Our final main event for MAKEcation 2009 is our “Family Challenge,” as in the Hatfields vs. the McCoys, the Lancasters vs. the Yorks, the Macs vs. the PCs. Okay, we really don’t want it to get that entrenched and bloody. It’s not even that much of a proper competition (in the end, the winner many be judged by us on criteria like who looked like they were having the most fun, whose device looks the coolest, etc.). We want this to be all about the fun, getting your family together to work on a project, and to have a little friendly rivalry between maker clans.
So, what’s the challenge? Build a backyard trebuchet! The family that builds our favorite, and sends us the documentation, will get a $100 gift certificate from the Maker Shed. Five runners up will get a Maker’s Notebook and their choice of The Best of MAKE or The Best of Instructables. As with the soldering and cooler hacking challenges, we have a Camp Counselor to help with inspiration, advice, dos and don’ts. For the trebuchet, there’s probably no better choice than our very own Bill Gurstelle. Bill is the author of The Art of the Catapult, Whoosh-Boom-Splat, and Backyard Ballistics. So he knows about flinging stuff through the air. Here, he explains the guidelines for the challenge:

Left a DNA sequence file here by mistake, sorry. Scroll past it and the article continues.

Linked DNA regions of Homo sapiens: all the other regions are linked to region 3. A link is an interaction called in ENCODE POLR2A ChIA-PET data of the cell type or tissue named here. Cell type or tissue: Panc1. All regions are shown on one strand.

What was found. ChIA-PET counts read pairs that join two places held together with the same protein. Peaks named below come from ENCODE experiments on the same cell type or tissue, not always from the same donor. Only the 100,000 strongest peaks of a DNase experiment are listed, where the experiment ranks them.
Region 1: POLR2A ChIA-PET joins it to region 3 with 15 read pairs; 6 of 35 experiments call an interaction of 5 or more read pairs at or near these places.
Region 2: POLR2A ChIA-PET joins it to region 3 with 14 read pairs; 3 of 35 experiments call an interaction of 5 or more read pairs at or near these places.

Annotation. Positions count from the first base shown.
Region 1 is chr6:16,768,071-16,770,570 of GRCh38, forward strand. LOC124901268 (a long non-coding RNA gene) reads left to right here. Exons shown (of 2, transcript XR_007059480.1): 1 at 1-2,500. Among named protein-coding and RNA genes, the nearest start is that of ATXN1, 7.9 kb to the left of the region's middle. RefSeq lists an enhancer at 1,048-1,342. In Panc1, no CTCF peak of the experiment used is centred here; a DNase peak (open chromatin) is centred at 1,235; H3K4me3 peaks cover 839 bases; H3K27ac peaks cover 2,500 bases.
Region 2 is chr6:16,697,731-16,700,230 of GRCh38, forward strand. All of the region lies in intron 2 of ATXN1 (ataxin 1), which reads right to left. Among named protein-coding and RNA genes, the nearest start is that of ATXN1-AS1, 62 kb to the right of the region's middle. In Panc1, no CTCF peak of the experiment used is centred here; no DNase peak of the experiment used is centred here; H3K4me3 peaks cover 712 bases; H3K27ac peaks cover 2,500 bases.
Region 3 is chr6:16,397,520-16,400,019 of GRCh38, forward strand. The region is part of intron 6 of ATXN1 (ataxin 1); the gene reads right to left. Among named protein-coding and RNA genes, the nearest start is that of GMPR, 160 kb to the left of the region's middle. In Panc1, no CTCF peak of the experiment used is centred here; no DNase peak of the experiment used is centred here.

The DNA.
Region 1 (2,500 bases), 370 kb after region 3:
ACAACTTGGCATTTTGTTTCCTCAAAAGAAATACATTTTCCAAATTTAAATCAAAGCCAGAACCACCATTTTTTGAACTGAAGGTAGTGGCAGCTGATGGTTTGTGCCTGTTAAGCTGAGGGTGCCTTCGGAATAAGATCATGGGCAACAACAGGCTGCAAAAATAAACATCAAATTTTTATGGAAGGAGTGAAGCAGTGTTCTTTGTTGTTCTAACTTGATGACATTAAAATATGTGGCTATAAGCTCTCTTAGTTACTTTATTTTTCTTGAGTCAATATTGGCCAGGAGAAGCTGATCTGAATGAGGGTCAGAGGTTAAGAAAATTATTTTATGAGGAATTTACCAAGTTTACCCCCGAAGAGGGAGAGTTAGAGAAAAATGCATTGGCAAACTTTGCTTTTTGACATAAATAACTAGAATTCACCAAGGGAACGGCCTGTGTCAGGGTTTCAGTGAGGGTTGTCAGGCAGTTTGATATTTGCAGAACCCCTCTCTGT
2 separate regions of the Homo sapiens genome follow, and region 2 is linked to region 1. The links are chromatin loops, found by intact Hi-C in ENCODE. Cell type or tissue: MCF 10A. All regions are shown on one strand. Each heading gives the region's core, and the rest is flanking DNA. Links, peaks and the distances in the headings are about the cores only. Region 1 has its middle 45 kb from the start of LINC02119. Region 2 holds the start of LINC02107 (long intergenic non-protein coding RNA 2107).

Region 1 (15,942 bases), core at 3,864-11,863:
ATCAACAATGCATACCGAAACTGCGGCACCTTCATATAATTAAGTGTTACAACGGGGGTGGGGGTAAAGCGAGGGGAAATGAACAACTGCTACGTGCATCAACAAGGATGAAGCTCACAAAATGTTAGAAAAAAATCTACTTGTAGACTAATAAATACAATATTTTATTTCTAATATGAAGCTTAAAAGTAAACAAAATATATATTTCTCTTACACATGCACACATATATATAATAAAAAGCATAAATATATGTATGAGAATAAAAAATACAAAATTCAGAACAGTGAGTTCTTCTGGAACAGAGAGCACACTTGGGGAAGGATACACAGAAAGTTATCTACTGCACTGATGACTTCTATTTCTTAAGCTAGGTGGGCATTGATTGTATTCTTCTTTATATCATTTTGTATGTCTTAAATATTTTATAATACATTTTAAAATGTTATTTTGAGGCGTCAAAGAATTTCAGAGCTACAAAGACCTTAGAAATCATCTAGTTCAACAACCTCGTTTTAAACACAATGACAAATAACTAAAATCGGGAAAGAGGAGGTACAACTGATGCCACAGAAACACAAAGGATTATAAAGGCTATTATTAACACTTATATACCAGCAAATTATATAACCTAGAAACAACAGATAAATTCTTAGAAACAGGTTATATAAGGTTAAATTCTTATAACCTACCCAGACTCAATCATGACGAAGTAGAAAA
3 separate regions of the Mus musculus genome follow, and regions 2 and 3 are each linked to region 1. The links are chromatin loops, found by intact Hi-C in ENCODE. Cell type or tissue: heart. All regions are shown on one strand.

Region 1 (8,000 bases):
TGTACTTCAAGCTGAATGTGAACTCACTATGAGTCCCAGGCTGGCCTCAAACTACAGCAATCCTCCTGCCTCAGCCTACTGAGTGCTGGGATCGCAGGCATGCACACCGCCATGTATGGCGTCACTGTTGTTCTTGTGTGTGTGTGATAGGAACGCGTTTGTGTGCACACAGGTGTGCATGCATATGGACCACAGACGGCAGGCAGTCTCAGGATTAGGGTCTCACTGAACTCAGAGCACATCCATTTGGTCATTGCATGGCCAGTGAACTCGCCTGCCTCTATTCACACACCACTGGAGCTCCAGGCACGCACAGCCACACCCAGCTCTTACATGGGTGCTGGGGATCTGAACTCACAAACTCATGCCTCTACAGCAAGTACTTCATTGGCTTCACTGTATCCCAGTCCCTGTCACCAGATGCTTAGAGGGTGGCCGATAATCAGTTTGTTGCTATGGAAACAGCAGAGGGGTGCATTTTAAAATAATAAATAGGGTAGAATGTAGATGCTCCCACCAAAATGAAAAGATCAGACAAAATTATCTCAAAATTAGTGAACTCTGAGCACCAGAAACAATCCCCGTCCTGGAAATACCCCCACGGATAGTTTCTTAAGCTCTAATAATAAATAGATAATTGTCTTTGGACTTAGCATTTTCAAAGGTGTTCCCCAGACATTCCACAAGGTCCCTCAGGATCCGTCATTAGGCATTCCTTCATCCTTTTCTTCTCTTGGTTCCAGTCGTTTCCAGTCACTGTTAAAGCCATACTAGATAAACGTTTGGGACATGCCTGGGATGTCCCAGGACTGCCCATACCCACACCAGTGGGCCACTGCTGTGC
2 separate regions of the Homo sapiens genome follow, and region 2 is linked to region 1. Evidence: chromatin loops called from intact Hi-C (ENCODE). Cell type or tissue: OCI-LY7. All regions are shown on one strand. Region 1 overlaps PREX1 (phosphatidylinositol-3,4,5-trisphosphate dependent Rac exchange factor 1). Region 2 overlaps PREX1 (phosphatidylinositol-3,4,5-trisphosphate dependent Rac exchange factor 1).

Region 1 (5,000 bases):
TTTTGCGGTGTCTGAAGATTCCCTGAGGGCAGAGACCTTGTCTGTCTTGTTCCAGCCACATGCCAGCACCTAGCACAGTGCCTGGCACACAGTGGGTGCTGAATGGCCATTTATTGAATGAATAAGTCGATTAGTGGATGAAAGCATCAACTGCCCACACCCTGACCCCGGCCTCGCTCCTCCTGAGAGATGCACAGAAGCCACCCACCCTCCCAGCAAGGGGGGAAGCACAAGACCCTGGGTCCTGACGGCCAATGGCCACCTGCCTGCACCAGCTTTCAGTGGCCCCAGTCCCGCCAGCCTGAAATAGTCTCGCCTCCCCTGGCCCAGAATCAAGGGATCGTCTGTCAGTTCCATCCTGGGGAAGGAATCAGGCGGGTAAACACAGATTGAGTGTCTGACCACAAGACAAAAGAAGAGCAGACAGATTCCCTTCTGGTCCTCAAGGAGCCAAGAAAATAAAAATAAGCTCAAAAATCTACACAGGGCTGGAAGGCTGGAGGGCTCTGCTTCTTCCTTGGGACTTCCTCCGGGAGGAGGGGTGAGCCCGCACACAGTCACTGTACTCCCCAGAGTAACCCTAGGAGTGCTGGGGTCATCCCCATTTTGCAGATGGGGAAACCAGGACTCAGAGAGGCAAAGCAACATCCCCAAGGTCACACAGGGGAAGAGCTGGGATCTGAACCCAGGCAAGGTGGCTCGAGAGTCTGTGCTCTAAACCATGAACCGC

Your MAKEcation family challenge involves building a medieval siege engine. When
it comes to putting the fun in physics, it’s hard to top a homemade trebuchet. A trebuchet is a type of catapult or hurling machine that uses a counterweight to rotate a throwing arm. The arm, in turn, flings the projectile in an arc towards a target.
Trebuchets scale nicely and can range from table-top models sized to fling golf balls, up to the sixty foot high monster currently flinging boulders for tourists at Warwick Castle in
Your MAKEcation family challenge is to get your clan together to build a gravity-powered hurling machine capable of tossing a five ounce projectile as far as possible, using a counterweight weighing no more than 25 pounds.
Send us a video of your machine in action and verify your results on the honor system. Swear that they are truthful and accurate, i.e. play fair, don’t cheat.
Bill will shortly start doing some posts on the project on subjects like constructing a sling and choosing a catapult trigger. If you have any trebuchet building experience, ideas you’re interested in trying out, or if you want to start talking smack about your genius clan in the comments, please do.